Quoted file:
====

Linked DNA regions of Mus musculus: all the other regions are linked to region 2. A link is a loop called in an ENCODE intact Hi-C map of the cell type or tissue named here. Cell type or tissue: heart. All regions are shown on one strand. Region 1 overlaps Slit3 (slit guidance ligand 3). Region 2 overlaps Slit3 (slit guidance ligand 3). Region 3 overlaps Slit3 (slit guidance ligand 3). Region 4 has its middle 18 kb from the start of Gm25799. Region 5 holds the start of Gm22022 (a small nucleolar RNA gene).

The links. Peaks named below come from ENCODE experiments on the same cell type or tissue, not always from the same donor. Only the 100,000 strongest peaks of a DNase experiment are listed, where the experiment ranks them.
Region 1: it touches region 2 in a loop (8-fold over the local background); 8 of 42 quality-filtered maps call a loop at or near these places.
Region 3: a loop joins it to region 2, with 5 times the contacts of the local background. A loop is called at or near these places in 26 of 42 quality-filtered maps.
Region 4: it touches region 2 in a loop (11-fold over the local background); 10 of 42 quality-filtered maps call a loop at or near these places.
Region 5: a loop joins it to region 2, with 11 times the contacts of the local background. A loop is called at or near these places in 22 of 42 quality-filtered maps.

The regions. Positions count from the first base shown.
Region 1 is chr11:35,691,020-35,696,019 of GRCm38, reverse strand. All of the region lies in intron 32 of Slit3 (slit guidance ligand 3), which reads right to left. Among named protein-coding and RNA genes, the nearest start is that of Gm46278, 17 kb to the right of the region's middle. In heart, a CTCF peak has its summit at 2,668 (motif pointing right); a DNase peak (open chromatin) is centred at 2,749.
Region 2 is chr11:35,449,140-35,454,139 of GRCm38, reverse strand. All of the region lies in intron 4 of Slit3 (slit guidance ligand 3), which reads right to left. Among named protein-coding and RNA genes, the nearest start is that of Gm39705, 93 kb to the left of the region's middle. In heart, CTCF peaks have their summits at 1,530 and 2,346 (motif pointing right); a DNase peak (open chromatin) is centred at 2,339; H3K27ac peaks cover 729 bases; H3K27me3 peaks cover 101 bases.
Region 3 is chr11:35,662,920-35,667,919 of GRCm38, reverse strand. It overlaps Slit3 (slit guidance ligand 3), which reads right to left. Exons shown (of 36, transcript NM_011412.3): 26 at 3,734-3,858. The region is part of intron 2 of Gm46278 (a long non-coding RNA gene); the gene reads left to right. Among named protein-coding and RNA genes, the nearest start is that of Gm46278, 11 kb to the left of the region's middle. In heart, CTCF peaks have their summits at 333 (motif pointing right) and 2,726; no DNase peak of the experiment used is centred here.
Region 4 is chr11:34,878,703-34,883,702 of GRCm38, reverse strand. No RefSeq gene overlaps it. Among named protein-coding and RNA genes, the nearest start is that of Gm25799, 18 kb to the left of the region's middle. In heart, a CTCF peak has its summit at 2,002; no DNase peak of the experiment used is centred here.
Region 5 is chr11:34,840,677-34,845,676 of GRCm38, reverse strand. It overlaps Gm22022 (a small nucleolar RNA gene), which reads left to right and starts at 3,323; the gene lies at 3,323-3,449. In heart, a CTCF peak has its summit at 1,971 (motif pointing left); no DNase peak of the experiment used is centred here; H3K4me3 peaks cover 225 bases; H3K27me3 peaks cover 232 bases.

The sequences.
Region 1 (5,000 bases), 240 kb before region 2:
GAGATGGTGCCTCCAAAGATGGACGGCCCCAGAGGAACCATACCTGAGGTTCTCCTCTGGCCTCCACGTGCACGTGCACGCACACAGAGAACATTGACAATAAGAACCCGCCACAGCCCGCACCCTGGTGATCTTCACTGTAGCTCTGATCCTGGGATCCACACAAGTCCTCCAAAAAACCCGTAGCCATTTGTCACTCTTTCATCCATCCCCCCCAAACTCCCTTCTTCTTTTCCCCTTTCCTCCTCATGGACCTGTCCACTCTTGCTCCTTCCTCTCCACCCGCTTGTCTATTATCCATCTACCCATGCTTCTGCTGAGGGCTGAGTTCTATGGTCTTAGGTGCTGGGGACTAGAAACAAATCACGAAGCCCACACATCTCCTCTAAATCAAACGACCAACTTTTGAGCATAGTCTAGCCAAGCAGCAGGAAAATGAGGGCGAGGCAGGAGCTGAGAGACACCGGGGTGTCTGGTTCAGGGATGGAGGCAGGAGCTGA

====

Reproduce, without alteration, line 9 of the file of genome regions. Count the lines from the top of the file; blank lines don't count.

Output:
Region 2 is chr11:35,449,140-35,454,139 of GRCm38, reverse strand. All of the region lies in intron 4 of Slit3 (slit guidance ligand 3), which reads right to left. Among named protein-coding and RNA genes, the nearest start is that of Gm39705, 93 kb to the left of the region's middle. In heart, CTCF peaks have their summits at 1,530 and 2,346 (motif pointing right); a DNase peak (open chromatin) is centred at 2,339; H3K27ac peaks cover 729 bases; H3K27me3 peaks cover 101 bases.